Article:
DOI: https://doi.org/10.22141/2224-0586.2.97.2019.161651

The use of catheter subarachnoid blockade in abdominal surgery

S.M. Byshovets

Abstract


Background. In modern abdominal surgery, significant proportion belongs to long surgical interventions. The technique of prolonged subarachnoid block (SB) with G22 and G24 catheters helps reliably identify the subarachnoid space, quickly inject the anaesthetic, ensuring its adequate mixing with liquor. The rate of anaesthesia development, its depth, reliability, controllability and the absence of systemic toxicity characterizes catheter SB as a promising technique in the practice of the anaesthesiologist. Materials and methods. The study involved 15 patients (64.4 ± 5.2 years; 78.9 ± 6.6 kg; II–III ASA). Diseases: destructive cholecystitis (1), postoperative ventral hernia, obesity (6), strangulated postoperative ventral hernia with necrosis of the small intestine (1), acute intestinal obstruction with segmental thrombosis — necrosis of the small intestine (1), acute intestinal obstruction due to sigmoid colon cancer (2), sigmoid colon cancer (2), gastric cancer with pyloric stenosis (2). At the L2–3 level, the spinal canal catheterization was performed using Spinocath kit with G22 catheter (B. Braun, Germany). SB was performed with hyperbaric bupivacaine at a dose of 20 mg in combination with 0.06 mg of buprenorphine. The position of the patient was lateral. The head end of the operating table was lowered (angle — 10–15°). After intrathecal injection, the patient was turned on his back, and the table was put in a horizontal position. SB level — Th2–3. The prolongation of anaesthesia was carried out “as needed” by the additional injection of hyperbaric bupivacaine 10 mg. Before the surgery, patients received: orally — 6 mg of melatonin at bedtime the day before intervention and 1 h prior to the surgery; orally/intravenously — 1 g of paracetamol; intramuscularly — 20 mg of nefopam; intravenously — 8 mg of dexamethasone; intravenously — 8 mg of ondansetron; intravenously — 50 mg of dexketoprofen. After the operation, for two/three days: orally/intravenously — 1 g of paracetamol every 8 h, intravenously — 50 mg of dexketoprofen every 8 h. Hemodynamic stabilization was carried out by administration of intravenous adrenaline hydrotartrate (0.09–0.27 mg/h or 0.019–0.057 μg/kg/min). In the postoperative period, 0.06 mg of intrathecal buprenorphine was injected every 24 h for 2 days, and a spinal catheter was removed. Results. After premedication with melatonin and nefopam, patients had a relatively quiet psycho-emotional status. The adequacy of anaesthesia was determined by the patients themselves, who characterized their condition as comfortable with “no pain”. Analgesia covered the Th2–3-S5 innervation zone. The maximum dose of bupivacaine during the operation reached 40 mg. Correction of hypotension and bradycardia was effectively provided by infusion of small doses of adrenaline. Depending on the level of blood pressure and heart rate, the rate of adrenaline injection was changed. Optimization of blood pressure and heart rate occurred reciprocally. Respiratory rate was 12–16 per minute, SpO2 — 96–99 %. After the operation, patients were transferred to the surgical department. During transportation and further treatment, patients were conscious, hemodynamic parameters and respiratory function remained stable, a partial motor block was detected, its regression rate depended on the intrathecal dose of bupivacaine. There was no postdural puncture headache. During the first postoperative day, active peristalsis was noted. Patients began to move actively 2–3 h after the transfer from the operating room. From the first day after the surgery, early enteral feeding was started. The dynamics of postoperative pain severity according to a numerical rating scale was: 3 h after — 0 points; 10 h — 1.60 ± 0.02 points (p = 0.0001); 24 h — 1.20 ± 0.02 points (p = 0.0001); 48 h after — 1.06 ± 0.01 points (p = 0.0001). Thirty minutes after the intrathecal administration of buprenorphine, the severity of postoperative pain was 0. Conclusions. The use of subarachnoid catheterization made it possible to perform SB during abdominal surgeries of any duration and injury rate. Catheter SB with bupivacaine and buprenorphine in combination with nefopam, dexketoprofen and paracetamol was an effective method for pain control in the postoperative period. Improving the quality of analgesia allowed for early activation and nutrition of patients and, accordingly, shortened the rehabilitation period.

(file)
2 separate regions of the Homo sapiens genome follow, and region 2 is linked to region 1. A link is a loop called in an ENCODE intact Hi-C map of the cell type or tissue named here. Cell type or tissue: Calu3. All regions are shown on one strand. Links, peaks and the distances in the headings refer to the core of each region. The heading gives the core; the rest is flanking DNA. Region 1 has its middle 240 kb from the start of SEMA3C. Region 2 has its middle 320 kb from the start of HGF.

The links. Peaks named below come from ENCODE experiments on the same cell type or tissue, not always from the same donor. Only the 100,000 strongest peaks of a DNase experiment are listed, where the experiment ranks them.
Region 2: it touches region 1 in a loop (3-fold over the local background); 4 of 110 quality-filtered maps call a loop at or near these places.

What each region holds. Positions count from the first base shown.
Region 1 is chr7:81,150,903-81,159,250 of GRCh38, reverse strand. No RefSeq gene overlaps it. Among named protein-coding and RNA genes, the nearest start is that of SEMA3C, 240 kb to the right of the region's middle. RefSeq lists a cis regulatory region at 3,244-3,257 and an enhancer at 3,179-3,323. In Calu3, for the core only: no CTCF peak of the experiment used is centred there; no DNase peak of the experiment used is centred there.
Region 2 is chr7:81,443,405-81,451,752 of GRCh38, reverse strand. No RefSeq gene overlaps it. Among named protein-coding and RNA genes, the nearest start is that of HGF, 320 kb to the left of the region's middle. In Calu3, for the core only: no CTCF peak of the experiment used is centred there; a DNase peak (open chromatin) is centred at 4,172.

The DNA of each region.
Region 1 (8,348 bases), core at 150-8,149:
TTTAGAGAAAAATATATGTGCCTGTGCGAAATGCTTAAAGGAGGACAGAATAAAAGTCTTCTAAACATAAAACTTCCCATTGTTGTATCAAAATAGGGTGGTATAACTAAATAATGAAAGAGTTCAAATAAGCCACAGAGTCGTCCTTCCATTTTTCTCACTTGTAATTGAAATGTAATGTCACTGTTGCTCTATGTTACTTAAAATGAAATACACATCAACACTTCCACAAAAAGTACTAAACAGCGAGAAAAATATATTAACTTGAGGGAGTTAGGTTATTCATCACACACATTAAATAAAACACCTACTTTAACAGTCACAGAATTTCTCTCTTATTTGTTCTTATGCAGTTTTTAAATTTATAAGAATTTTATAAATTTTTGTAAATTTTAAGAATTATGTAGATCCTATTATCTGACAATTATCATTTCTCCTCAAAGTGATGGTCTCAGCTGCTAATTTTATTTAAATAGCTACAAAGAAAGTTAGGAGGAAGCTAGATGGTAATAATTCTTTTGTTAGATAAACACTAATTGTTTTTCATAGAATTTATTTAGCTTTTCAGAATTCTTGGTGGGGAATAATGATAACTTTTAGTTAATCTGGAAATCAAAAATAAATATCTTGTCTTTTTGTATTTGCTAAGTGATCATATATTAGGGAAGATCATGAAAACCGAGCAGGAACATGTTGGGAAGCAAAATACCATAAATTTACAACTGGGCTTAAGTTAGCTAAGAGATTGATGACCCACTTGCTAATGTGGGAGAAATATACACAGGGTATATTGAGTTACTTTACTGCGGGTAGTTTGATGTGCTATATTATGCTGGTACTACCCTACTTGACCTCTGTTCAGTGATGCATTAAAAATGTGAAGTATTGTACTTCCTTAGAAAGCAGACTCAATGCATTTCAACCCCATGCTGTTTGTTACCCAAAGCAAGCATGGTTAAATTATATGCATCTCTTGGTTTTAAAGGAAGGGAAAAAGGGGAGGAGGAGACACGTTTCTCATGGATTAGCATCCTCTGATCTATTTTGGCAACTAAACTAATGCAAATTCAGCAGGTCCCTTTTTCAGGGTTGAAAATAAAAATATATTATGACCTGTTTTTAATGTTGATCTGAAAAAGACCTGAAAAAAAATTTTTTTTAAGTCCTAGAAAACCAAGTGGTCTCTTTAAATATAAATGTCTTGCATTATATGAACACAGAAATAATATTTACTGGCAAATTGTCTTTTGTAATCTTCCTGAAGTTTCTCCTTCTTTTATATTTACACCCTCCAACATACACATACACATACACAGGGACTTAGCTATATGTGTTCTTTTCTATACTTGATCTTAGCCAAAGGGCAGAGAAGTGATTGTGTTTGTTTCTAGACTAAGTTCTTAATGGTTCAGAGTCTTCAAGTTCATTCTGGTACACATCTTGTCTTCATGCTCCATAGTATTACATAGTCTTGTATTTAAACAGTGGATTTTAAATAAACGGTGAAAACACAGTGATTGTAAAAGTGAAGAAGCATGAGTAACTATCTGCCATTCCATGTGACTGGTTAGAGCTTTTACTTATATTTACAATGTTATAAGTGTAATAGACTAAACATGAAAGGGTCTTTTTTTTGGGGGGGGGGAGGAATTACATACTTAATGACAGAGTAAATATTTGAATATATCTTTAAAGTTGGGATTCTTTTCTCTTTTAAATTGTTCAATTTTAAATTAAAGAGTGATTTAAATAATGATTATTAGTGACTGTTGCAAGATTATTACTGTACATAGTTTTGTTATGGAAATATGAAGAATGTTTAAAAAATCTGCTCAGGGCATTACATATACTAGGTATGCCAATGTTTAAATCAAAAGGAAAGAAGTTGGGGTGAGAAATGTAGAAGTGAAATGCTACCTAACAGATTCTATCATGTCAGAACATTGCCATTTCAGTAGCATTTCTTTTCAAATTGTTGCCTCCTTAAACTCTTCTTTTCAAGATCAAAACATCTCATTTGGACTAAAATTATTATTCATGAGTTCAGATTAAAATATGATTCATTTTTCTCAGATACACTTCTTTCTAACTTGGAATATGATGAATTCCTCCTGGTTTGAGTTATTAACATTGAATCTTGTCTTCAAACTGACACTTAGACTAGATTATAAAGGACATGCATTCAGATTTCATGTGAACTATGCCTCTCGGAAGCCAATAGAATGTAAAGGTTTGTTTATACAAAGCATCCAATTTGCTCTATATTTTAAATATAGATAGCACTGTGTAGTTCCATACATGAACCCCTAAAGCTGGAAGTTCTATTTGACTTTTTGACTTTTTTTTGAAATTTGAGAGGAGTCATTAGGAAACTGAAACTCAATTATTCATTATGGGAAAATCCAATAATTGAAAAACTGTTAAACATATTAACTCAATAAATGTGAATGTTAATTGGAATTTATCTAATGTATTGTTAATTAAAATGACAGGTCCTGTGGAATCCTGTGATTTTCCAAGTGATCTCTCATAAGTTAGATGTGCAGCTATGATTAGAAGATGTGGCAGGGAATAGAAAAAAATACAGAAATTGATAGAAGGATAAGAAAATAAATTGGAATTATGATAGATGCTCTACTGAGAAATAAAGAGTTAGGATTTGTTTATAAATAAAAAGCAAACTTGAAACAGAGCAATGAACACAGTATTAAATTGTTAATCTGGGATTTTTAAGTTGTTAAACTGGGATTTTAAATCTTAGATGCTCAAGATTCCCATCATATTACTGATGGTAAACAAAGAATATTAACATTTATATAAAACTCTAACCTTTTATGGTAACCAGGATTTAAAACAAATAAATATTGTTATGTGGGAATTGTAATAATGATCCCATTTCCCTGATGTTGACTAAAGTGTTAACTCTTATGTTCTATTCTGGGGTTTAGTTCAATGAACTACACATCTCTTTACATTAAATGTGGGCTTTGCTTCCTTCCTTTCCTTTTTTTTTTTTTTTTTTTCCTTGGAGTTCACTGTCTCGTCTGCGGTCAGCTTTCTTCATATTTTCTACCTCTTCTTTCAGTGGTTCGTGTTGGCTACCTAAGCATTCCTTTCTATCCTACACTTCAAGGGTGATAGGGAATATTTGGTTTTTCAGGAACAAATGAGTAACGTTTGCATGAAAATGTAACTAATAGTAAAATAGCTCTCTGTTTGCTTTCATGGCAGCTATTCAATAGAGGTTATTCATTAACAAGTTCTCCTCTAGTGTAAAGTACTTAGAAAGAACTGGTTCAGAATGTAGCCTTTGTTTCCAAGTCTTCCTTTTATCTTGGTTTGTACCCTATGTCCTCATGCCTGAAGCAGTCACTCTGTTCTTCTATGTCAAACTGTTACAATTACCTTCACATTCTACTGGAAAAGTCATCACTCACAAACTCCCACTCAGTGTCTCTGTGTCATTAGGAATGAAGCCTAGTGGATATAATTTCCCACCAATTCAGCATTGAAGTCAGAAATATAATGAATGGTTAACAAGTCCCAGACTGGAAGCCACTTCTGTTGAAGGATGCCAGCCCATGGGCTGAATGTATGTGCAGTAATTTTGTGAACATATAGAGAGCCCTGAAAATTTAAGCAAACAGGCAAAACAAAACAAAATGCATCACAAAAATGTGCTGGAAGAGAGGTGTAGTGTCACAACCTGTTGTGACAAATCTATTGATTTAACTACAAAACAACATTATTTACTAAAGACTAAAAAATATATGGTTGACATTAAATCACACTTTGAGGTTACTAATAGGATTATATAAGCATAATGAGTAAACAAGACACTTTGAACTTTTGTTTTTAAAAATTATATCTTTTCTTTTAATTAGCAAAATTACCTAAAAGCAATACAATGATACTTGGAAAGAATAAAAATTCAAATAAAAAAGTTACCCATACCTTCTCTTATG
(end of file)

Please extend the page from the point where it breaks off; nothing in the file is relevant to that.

Keywords


subarachnoid block; spinal anaesthesia; neuroaxial anaesthesia; intrathecal anaesthesia; central blockade; spinal canal catheterization

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